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an English town called Sydney. Here our vessel came to anchor, and I had several opportunities of going ashore.
Sydney is about as large as Hartford or New Haven ; but the houses are scattered over a considerable space, and a large part of the town is irregularly built. The buildings are mostly after the English fashion. It struck me as a very curious thing, that we should find a town, in these remote regions, bearing all the marks of an English city.
New Holland is the largest island on the globe. It is about as extensive as the whole of Europe. In the year 1787, the English government established a colony at Botany Bay, about twelve miles south of Sydney. The colonists consisted of English people, who had been guilty of crimes for which they were banished from England forever.
The colony was at length removed to Sydney, and it continues to be a place of banishment,
Sydney? New Holland ? What about Botany Bay'
to which wicked people are sent from England Thieves, robbers, swindlers, traitors, and troublesome persons, to the number of many hundreds, have been transported to this place,
We should expect, that a society composed of such desperate individuals, must be very bad. But the truth is, that many of the wicked people sent here, have repented of their errors, and become industrious and honest members of society. So that on the whole, the state of things is by no means as bad here, as might have been expected,
There are several other English towns and settlements, occupying the southeastern part of this great island. The country passes under the general name of New South Wales.
The coasts of New Holland, are generally flat, but mountains are seen in the interior. Very little is known of the country except along the shores. Some parts are fruitful, but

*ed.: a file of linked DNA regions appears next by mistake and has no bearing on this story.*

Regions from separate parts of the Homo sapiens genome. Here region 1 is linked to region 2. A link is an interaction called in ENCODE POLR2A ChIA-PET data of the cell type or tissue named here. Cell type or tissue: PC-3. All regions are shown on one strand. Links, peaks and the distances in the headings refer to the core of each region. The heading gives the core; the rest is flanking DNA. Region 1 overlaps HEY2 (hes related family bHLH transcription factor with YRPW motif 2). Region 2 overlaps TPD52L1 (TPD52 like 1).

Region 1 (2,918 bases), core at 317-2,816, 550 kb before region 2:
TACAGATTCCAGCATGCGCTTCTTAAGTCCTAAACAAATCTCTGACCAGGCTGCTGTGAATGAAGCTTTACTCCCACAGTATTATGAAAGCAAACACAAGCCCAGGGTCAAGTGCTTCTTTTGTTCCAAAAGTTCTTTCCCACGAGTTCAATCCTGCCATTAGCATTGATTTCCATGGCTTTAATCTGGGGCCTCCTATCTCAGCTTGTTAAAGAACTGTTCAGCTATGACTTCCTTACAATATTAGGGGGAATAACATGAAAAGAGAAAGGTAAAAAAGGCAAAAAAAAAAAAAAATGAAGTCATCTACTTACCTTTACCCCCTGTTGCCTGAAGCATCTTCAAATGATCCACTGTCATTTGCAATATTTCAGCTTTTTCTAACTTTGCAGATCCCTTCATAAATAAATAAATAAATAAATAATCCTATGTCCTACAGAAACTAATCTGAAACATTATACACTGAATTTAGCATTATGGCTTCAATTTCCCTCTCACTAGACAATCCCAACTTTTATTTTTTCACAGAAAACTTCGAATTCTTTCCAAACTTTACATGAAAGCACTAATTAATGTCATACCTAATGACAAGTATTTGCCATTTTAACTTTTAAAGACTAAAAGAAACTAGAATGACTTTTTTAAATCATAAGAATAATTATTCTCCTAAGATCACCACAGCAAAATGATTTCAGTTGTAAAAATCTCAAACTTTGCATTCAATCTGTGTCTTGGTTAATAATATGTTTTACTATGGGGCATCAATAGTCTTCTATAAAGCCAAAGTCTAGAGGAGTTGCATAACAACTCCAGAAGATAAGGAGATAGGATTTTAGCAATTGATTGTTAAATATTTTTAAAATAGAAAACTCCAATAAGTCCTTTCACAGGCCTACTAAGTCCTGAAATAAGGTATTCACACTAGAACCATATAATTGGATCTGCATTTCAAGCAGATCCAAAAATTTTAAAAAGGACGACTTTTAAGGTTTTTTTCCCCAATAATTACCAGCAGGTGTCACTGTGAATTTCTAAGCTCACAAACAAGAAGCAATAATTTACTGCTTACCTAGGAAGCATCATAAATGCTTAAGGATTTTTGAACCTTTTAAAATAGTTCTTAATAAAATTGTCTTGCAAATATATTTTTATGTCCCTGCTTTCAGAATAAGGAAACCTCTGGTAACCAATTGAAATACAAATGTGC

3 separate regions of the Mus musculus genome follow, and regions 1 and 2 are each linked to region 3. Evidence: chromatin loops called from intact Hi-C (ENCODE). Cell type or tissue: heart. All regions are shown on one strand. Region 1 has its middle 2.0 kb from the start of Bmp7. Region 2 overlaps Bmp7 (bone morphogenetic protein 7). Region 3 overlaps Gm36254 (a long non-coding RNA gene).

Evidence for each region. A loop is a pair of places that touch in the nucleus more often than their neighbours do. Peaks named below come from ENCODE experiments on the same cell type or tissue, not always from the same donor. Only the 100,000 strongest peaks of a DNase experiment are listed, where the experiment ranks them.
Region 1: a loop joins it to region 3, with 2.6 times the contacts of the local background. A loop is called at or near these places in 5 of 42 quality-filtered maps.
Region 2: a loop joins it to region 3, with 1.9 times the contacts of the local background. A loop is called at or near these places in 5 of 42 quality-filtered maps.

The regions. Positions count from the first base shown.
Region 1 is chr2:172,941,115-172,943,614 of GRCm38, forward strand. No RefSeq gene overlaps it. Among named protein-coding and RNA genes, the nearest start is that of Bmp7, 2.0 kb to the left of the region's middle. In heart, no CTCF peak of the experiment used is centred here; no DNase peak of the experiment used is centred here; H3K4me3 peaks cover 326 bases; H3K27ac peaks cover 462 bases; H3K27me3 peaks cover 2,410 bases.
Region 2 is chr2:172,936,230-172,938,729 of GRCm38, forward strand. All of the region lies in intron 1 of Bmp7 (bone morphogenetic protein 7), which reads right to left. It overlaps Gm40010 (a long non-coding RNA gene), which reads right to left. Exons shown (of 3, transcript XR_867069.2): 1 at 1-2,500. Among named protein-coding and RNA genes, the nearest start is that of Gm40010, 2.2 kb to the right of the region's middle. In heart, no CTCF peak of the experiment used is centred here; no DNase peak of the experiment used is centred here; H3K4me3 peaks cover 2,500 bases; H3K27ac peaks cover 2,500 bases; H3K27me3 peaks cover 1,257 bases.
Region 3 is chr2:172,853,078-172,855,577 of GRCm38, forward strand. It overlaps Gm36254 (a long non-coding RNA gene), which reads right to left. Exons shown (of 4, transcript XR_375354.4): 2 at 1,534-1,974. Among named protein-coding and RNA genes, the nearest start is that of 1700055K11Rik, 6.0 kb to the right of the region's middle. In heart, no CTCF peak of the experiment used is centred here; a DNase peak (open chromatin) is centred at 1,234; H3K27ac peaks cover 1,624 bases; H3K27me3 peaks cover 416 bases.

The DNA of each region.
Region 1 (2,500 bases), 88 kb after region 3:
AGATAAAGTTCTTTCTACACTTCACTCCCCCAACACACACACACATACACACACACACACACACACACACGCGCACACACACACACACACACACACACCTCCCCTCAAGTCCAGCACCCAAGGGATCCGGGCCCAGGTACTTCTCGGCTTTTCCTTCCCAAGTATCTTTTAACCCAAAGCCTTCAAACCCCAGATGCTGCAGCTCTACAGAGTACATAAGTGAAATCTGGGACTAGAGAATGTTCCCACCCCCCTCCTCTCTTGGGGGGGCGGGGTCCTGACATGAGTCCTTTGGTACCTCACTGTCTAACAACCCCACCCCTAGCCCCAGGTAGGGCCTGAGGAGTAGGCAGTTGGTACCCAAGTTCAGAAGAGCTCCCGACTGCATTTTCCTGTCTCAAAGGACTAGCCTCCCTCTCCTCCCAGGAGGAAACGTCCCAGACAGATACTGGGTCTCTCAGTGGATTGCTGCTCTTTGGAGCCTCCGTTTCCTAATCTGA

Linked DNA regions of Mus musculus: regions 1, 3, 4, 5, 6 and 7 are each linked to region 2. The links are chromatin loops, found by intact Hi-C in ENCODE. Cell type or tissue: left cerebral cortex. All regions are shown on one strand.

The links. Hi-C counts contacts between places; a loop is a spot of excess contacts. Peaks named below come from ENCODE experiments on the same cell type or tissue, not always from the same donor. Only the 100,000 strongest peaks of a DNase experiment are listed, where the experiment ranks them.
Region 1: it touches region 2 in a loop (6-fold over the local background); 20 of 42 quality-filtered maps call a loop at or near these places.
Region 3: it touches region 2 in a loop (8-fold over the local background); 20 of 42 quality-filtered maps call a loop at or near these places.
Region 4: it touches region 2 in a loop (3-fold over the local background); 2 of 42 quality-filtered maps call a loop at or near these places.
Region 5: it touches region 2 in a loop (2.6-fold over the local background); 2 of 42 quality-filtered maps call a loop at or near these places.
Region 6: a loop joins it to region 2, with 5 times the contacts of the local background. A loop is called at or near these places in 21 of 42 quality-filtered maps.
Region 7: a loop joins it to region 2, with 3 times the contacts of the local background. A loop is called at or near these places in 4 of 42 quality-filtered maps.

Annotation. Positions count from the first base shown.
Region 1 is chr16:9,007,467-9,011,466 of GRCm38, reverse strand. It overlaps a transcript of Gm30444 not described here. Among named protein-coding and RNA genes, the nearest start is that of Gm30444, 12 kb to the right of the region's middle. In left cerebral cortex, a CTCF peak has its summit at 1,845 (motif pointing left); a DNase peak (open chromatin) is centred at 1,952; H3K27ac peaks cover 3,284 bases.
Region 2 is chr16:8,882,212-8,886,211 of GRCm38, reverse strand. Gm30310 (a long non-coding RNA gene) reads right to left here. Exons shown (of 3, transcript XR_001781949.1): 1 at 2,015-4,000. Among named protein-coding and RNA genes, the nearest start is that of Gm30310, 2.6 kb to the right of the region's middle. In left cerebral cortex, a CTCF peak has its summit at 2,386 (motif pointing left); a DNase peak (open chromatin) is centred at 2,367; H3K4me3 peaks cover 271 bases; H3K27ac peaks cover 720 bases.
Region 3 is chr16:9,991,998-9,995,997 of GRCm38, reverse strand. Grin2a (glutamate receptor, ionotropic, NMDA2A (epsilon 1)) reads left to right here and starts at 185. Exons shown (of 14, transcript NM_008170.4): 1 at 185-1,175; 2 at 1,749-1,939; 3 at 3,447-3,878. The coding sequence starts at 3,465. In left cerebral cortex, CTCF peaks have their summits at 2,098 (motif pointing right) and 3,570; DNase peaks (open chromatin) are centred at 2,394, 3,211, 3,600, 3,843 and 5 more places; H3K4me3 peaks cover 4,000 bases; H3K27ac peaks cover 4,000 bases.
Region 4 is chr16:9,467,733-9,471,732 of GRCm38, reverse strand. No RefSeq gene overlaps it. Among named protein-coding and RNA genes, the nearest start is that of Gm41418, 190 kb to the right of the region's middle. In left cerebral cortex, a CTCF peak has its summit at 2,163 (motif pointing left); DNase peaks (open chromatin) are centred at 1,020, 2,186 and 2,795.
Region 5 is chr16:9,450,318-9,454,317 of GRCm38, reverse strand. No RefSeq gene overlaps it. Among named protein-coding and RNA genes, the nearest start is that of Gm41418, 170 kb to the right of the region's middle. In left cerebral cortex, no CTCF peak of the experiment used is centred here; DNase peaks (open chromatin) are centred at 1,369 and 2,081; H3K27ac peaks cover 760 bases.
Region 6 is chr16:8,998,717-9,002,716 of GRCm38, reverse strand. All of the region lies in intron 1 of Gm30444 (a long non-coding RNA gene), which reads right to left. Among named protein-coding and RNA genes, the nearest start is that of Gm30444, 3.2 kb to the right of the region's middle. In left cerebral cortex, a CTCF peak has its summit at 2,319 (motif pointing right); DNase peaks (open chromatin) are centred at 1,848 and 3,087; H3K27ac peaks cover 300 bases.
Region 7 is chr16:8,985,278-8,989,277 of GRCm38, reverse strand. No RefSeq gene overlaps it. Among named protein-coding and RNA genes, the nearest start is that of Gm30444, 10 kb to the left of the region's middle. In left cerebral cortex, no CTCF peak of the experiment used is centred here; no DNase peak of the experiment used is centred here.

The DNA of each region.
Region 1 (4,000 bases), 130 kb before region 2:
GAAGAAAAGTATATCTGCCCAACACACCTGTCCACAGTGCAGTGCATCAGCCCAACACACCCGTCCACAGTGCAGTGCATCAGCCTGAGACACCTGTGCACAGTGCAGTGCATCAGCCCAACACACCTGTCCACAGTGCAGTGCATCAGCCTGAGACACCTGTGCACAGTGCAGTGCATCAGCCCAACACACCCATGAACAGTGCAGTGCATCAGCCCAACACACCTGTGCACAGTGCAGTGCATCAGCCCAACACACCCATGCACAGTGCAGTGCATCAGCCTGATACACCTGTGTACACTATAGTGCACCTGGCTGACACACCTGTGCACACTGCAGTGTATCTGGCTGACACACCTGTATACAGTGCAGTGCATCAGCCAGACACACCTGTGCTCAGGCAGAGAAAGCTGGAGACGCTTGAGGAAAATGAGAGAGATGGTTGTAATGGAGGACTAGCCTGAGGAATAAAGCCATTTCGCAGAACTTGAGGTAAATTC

What of the coasts and interior of New Holland ?
there are extensive wastes of sand. The heat is sometimes excessive. In December, it is often hotter there, than it is ever known to be in the United States.
Dry hot winds also, like the Sirocco of Africa, often sweep over the land.
The native fruits of this country, are not so rich or abundant, as those of many of the islands I have described. But the English settlers raise a plenty of wheat, rye, Indian corn, barley, oats, cabbages, potatoes and other things. They have also fine peaches, apples, and pears, as well as oranges, lemons, grapes, pomegranates, cherries, melons, walnuts, and almonds, all of which are raised with little trouble.
Among the native animals of New Holland, there are several very curious varieties. The most remarkable is the Kangaroo. This creature is about as large as a sheep. Sometimes
What of the heat ? Describe the fruits. Productions. What of the Kangaroo ?
it is six feet long. Its fore legs are very short, and its hind ones very long.
It does not run along upon its legs like a cat or a dog, but sits upon its haunches, and bounds along in great leaps. Sometimes, it will go six rods at a single jump. It easily jumps over shrubs of considerable height. It is a timid animal, and runs away as fast as it can go, from a dog or a man.
It defends itself with its tail, which is so strong, that it can easily kill a dog with a single blow. Its flesh is excellent food, and the animal is much hunted, both by the English settlers, and the negro inhabitants. But I have not yet
the most curious thing about the Kangaroo. The female has a pouch under the belly, which serves as a retreat for the young Kangaroos, in time of danger. When the little creatures are playing around their mother, if they discover anything that gives them alarm, they immediately run to her, jump into the pouch, and there they remain, snug and safe, till the danger is past